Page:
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Cover image for πŸ”₯ Roadmap Web Developer Front End 2020

πŸ”₯ Roadmap Web Developer Front End 2020

codesandtags profile image Edwin Torres Updated on ・5 min read

These notes are part of the recommendations of Andrei Neagoie in the Real Web Developer Roadmap 2020. I invite you to review The complete web developer in 2020 course or if you have some experience The complete junior to senior web developer in 2020 course and get your own insights. So, this an awesome feedback about what should we focus on in this 2020 as Web Developers. This first part covers the FrontEnd point of view in the roadmap, the BackEnd part is coming πŸ˜….

Important note: The links and notes marked with the πŸš€ are highly recommend

General recommendations

  • Master your IDE
  • Improve your basic fundamentals
    • Git / Github
    • Terminal skills
    • Learn to upload your files to your hosting and create your own domain
    • Learn more about JSON / gRPC

Front End

Web APIS provided by the browser πŸš€

HTML5 πŸš€

Responsive Mobile First πŸš€

CSS3 πŸš€

JavaScript

State Managment

SSR πŸš€

Helpers πŸš€

Build Tools

Web Components

Package Management

Popular libraries

JAM Stack πŸš€

Unit Test

End to End Test

Continuous Integration / Continuous Delivery

Back End

Static Hosting

Managed Hosting

Cloud

Web Servers

Serverless

Node.js

πŸ¦• Deno

Python πŸš€

API Consumption

Authentication

Containers

Relational Databases πŸš€

NoSQL Databases πŸš€

Managed Databases

Mobile

Desktop

Machine Learning

Web Assembly πŸš€

PS: If you are starting your Web Development career, I suggest you can start with this Complete Web Developer 2020 Course by ZTM and get a 10% discount using that link.

PS2: To review more post like this, I invite you to my blog πŸ€–.

Cheers and keep learning! 🍻

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codesandtags profile

Edwin Torres

@codesandtags

β™₯️ Full-Stack Software Developer, I really love coding πŸ‘¨πŸ»β€πŸ’» travel ✈️ and share the knowledge.

Discussion

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Oh my. Here we go again.

MIND-OVERLOAD!

People doing this kind of roadmaps should specify the degree of mastery you have to have to accomplish it. Also their limitless-style drug dealer phone number to start learning.

 

Well, after reviewed the experience and trajectory of Andrei Neagoie, I can say he has that kind of mastery of the things they talk about. And regarding list and roadmap, only are opinions based on what is demanding the industry, some statistics based on surveys.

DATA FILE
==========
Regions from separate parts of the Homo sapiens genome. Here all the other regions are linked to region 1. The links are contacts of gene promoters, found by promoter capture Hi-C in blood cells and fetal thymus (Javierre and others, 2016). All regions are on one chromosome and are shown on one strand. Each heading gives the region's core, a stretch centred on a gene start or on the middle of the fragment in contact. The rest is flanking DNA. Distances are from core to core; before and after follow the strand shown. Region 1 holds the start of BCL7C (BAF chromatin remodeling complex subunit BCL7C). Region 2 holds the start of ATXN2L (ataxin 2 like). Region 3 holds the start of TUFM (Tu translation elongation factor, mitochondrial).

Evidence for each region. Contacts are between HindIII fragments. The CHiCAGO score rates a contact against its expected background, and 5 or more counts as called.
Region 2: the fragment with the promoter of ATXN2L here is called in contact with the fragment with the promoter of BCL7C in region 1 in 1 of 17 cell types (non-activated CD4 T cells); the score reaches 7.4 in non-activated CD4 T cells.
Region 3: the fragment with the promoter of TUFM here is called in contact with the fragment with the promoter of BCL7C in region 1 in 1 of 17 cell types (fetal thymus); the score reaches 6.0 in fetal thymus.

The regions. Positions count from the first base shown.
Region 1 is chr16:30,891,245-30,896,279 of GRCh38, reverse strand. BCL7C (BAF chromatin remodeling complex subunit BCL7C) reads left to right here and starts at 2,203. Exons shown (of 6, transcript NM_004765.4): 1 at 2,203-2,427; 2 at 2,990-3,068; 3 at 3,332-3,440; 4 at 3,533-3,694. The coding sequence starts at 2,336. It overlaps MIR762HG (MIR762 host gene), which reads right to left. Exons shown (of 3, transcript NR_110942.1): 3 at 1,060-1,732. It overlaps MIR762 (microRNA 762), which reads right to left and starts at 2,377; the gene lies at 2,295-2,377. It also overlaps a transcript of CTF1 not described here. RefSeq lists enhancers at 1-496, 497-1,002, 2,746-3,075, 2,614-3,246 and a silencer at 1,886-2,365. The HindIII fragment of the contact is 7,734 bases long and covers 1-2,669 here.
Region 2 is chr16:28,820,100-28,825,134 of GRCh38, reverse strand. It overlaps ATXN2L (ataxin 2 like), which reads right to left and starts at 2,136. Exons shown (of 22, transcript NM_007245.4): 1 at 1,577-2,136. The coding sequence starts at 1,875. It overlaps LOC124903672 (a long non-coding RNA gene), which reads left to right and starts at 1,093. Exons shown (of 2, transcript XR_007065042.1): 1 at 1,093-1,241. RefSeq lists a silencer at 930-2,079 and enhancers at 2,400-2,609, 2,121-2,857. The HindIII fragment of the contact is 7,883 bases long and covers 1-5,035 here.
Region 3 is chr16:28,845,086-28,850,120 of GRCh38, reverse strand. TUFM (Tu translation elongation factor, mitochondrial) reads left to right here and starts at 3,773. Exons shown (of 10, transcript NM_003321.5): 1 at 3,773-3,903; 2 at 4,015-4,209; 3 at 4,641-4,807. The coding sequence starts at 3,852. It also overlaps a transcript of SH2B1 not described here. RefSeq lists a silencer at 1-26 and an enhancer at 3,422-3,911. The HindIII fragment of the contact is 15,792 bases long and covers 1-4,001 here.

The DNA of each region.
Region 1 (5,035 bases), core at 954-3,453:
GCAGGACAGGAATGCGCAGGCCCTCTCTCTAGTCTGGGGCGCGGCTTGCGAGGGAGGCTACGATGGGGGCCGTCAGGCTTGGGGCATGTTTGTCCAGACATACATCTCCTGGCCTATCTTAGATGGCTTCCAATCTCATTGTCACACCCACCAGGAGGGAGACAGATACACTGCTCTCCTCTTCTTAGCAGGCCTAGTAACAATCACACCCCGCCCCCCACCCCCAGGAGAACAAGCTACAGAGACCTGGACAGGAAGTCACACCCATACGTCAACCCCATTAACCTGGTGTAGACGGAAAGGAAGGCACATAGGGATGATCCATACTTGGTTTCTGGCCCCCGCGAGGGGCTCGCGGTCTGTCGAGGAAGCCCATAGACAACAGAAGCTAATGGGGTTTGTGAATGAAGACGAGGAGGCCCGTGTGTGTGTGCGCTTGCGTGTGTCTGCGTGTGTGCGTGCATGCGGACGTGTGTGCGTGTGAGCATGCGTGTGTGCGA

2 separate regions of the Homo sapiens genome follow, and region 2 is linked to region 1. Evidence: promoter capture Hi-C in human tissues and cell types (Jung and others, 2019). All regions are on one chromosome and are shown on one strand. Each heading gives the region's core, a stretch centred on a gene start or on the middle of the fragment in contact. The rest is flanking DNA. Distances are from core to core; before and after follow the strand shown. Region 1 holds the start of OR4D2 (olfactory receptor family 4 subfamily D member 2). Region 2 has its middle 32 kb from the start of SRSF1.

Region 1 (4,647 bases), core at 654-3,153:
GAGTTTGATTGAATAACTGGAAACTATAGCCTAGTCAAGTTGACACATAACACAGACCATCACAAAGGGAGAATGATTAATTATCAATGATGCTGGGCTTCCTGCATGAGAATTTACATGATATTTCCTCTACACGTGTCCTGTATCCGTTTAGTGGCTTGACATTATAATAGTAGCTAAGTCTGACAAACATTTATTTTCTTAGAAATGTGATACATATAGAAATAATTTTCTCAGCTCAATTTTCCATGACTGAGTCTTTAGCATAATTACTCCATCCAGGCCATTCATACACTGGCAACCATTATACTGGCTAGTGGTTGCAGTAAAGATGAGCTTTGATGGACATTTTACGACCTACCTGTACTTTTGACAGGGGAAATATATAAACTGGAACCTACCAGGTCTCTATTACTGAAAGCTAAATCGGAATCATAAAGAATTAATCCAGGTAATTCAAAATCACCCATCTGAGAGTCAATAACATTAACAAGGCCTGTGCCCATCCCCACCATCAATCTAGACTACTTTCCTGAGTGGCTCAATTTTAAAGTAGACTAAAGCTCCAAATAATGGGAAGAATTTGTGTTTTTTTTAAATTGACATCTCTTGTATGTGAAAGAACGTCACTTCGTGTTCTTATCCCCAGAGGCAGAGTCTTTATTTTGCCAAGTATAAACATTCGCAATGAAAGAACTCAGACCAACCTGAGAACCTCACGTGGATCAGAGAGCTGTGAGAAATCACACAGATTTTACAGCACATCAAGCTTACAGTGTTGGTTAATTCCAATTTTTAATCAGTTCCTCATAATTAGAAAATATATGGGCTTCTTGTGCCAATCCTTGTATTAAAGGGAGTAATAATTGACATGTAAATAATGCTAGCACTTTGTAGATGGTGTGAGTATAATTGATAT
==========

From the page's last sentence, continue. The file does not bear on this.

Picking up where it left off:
Regarding list and roadmap, only are opinions based on what is demanding the industry, some statistics based on surveys and finally, I think you don't need to learn 100% everything, time is limited to learn everything in the world, you only need to know that exists some technologies and they are demanded by the industry is enough to choose what you should be focused. But in the end, it is not a one size fits all.

 

Yeah, I don’t judge the author! I mean that there’s this trend that implies that, to be a web developer (or frontend, backend, etc.) you need to know a tree of technologies with infinite branches.

The reality for lots of us is that we are going to stick to a tech stack, easily, for 2-3 years.

And I won’t talk about consulting or big companies, where you usually work developing and mantaining legacy solutions.

My two cents: It’s ok to now what comes out, updates, whatever. But it’s a lot more valuable to develop truly deep expertise in a specific stack that jump over any new framework or library.

You are going to be a lot more valuable if you are an ace in i.e. MEAN or MERN stack, than knowing how to do a slightly complex hello world in 8 trendy new tools.

Sure!! To be honest, after almost 7 years as Developer in (Back, Front and Mobile) the most important thing I've learned is:

We need to focus in the fundaments and get knowledge for the long term.

It does not make sense, learn every framework, library, trend, and fall in the "fatigue". Because one more time, time is limited, and we should use it wisely.

Nice comment @roberto ! πŸ’ͺ🏼

Totally agree!

Thank you, Edwin!

 

From my experience, Hugo is faaast but has cons, for me it's good only for static+cloud cms and simple stuff, need more plugins. Deployment on heroku is a breeze (1-2min max). Elm is a dead end to me and I think deno will not be good for production this year. Cheers and thanks for good list.

 

In my personal experience and opinion, I've used Gatsby and Jekyll, however recently I've moved 100% to Gatsby, by its simplicity and amount of plugins.

Maybe DENO is still in his first step, however as said, we don't need to use DENO because he says, is a good point to have it in this roadmap. :) . We'll wait for the next year.

Thanks for your comment and your opinions @Maciej! :D

 

I'm curious about deno and yet my feelings are totally ambivalent, I'll wait some time and see where it going. Cheers :)

 

Nice. However, can you including the following to make the list logical?

Serverless => Azure Functions
Mobile => Xamarin Forms.

 
 

You're welcome! :)